Alberta – No set aside for document disclosure complaints – #633

In ENMAX Energy Corporation v. TransAlta Generation Partnership et al, 2022 ABCA 206, the Alberta Court of Appeal (Paperny, Rowbotham, and Strekaf, JJA) upheld the chambers justice’s decision to refuse to set aside an arbitral award (the “Award”) under section 45(1)(f) of the Alberta Arbitration Act, RSA 2000, c A-43 (the “Act“). It agreed that the (“Tribunal”) document disclosure rulings of the arbitral tribunal (“Tribunal”) in relation to a narrow sub-issue did not prevent the Appellants from making their case, nor did it result in manifest unfairness. Among other things, the Court of Appeal found that the Tribunal did not foreclose the possibility of further document production, but that it was the Appellants who opted not to apply for the records whose absence they now complained about. The Court also held that, when viewed in context, the Tribunal relied on other evidence to reach its conclusion and the absence of the records sought by the Appellants did not preclude them from presenting their case.

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Alberta – Appeal process under s. 44(2) of the Arbitration Act clarified – #623

In Esfahani v. Samimi, 2022 ABCA 178, the Court of Appeal for Alberta set out the procedure to be undertaken by the Court of Queen’s Bench when an arbitral award is appealed under s. 44(2) of the Arbitration Act, RSA 2000, c A-43. It states that if the arbitration agreement does not provide that the parties may appeal an award to the court on a question of law, a party may, with the permission of the court, appeal an award to the court on a question of law. The Court of Appeal held that the procedure is as follows: (a) an appeal does not exist unless permission to appeal is granted; (b) if parties do not make the required election in their arbitration agreement, permission to appeal is required and will be granted on questions of law only, subject to s 44(3) of the Arbitration Act (which provides that a party may not appeal an award to the court on a question of law that the parties expressly referred to the arbitral tribunal for decision); and (c) an application for permission to appeal must be heard and decided first, and separately, not contemporaneously with the appeal of the arbitral award.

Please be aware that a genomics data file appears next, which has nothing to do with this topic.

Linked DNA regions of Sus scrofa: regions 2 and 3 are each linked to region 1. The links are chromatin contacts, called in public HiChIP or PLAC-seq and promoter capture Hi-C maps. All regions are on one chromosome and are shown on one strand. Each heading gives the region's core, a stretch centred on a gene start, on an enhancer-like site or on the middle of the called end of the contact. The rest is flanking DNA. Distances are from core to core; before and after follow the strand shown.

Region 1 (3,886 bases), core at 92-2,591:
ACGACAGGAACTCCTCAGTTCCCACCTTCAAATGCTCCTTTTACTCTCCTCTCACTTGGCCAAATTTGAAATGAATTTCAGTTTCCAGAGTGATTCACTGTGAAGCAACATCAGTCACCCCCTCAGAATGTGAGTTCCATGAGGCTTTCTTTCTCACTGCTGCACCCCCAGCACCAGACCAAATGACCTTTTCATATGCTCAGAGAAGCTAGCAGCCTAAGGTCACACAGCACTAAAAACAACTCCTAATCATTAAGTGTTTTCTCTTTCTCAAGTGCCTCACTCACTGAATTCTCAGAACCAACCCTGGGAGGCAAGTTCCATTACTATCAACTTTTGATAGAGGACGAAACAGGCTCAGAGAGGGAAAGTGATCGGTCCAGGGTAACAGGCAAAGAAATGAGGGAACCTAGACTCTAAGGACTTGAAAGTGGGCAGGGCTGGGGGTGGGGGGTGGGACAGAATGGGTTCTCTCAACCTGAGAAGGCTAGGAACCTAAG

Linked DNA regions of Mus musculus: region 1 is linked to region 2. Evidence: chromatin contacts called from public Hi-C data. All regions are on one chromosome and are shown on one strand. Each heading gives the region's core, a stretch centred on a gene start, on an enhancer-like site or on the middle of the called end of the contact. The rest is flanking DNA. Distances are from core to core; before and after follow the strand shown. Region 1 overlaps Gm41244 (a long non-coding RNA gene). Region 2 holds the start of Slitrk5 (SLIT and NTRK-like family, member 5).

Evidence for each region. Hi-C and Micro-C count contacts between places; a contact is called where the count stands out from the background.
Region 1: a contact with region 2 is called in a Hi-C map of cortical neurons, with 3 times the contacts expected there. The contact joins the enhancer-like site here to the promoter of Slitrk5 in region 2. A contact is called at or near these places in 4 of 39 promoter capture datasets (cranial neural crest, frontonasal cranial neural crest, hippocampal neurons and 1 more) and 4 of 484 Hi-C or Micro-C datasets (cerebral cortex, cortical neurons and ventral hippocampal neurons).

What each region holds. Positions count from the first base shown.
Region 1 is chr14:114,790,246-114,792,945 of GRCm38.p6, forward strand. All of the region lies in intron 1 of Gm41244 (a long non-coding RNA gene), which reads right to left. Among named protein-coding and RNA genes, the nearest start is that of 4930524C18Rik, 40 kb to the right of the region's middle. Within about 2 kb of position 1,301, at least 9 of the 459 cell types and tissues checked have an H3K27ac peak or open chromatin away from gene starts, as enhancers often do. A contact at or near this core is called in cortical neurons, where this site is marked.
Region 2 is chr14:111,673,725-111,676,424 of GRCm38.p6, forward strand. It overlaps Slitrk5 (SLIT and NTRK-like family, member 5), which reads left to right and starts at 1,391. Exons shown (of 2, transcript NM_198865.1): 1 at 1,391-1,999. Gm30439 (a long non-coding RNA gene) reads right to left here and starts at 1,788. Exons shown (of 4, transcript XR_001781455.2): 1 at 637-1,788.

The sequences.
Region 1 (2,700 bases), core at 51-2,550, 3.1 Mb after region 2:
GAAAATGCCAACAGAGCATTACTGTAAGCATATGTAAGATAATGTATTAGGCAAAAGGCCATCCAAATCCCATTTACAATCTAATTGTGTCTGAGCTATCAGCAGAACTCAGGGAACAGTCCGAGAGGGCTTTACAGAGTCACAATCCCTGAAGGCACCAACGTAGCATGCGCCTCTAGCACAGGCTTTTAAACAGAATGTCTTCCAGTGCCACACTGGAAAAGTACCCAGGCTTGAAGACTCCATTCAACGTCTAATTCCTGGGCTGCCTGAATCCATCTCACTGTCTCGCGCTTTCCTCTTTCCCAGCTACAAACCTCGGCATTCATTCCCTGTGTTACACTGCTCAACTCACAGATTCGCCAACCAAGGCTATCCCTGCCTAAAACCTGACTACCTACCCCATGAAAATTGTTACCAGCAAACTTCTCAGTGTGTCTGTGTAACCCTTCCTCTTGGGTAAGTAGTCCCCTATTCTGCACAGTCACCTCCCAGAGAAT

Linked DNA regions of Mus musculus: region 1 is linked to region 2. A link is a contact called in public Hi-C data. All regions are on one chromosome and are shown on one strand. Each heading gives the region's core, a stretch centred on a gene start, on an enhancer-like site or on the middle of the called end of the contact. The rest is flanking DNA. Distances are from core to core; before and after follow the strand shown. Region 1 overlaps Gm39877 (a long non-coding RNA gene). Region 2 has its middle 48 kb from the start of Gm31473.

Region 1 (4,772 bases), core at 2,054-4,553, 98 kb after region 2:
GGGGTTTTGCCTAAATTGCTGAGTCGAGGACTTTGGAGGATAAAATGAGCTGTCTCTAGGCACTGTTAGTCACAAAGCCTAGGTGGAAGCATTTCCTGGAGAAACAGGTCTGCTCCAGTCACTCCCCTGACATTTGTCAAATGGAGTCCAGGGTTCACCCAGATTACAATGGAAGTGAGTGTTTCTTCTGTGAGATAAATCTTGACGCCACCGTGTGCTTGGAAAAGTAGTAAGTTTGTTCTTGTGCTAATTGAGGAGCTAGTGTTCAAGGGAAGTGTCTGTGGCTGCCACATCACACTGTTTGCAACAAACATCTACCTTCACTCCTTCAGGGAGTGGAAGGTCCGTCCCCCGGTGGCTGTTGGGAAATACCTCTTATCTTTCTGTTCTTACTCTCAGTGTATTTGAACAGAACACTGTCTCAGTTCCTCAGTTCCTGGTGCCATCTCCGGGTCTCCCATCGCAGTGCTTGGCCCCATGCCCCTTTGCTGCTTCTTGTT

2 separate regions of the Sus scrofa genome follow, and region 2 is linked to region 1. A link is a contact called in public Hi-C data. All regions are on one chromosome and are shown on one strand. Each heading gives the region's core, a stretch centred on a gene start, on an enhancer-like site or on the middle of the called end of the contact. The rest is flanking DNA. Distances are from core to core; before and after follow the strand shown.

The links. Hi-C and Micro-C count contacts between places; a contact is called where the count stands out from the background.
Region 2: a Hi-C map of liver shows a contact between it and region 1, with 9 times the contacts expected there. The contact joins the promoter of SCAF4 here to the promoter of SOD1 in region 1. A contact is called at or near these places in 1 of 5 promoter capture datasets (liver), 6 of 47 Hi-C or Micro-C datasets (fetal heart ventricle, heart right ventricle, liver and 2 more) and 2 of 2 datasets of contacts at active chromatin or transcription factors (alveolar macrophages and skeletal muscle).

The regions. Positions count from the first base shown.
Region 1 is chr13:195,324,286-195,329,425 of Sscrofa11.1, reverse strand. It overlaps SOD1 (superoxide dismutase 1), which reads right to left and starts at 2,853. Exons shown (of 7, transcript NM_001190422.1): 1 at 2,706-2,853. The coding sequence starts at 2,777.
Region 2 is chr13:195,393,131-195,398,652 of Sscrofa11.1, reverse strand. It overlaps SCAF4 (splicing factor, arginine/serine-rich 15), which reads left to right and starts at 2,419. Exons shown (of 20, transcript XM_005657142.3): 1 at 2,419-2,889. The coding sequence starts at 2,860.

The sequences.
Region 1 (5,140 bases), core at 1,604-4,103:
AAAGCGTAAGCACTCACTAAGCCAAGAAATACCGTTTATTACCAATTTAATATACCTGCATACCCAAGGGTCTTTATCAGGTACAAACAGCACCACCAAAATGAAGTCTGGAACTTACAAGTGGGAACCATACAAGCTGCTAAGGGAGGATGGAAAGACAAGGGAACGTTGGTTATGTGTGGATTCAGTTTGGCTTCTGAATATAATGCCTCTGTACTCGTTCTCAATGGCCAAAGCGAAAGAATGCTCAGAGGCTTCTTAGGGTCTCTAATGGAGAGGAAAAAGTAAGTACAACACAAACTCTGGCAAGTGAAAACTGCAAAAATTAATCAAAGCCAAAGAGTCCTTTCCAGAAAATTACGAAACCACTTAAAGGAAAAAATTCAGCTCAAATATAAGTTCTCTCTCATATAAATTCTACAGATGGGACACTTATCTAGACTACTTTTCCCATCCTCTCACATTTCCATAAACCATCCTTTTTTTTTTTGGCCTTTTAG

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Ontario – Set- aside application failed; dispute covered by arbitration agreement, no objection to jurisdiction – #616

In Baffinland v Tower-EBC, 2022 ONSC 1900, Justice Pattillo dismissed both: (1) an application to set aside an award from a majority of an arbitral tribunal (the “Majority Award”) under section 46 of the Arbitration Act, 1991, S.O. 1991, c. 17 (the “Act”); and (2) an application for an order granting leave to appeal the Majority Award and Costs Award under section 45(1) of the Act. Justice Pattillo found there were no grounds upon which to set aside the Majority Award; there was no lack of jurisdiction or failure to be treated equally and fairly. Nor could leave to appeal be granted under section 45(1) of the Act because the arbitration agreement precluded an appeal.

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Ontario – Determining appeal rights in arbitration agreement in effect since 1960 Arbitration Act – #614